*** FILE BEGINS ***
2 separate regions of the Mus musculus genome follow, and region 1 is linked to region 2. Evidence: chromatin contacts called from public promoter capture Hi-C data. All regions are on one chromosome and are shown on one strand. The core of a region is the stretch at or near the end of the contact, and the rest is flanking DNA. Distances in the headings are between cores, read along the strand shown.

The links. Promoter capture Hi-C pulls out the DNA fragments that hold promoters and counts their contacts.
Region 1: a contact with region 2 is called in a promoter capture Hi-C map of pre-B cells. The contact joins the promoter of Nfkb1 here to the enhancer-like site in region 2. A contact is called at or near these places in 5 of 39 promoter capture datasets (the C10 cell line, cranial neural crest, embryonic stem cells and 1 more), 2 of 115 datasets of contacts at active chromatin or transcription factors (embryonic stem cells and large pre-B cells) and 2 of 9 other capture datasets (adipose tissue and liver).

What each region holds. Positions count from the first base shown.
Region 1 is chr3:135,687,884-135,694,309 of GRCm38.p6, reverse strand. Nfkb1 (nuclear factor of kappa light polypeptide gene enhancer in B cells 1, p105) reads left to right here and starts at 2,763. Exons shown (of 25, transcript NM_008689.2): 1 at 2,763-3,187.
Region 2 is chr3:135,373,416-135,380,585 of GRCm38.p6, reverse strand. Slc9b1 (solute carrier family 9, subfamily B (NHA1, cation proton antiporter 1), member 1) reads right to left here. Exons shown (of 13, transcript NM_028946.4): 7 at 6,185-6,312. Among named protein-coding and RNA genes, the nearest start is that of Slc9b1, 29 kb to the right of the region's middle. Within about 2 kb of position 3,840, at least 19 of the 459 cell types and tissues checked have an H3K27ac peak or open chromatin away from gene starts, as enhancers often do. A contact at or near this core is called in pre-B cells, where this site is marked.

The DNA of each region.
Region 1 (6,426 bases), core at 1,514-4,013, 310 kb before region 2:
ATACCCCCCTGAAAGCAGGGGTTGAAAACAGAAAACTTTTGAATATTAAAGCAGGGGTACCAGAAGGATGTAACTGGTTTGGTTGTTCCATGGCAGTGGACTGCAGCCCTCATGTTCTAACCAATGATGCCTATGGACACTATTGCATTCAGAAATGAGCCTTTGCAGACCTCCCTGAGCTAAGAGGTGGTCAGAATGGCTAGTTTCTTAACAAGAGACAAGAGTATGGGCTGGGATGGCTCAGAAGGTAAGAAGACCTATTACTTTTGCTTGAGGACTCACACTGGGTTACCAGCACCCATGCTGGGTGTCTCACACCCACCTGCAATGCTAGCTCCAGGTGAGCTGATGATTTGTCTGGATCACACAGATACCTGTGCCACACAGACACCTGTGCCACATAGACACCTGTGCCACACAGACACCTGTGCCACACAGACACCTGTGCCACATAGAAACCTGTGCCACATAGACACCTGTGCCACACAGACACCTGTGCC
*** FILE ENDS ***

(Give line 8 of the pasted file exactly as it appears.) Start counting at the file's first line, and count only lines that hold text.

Region 1 (6,426 bases), core at 1,514-4,013, 310 kb before region 2: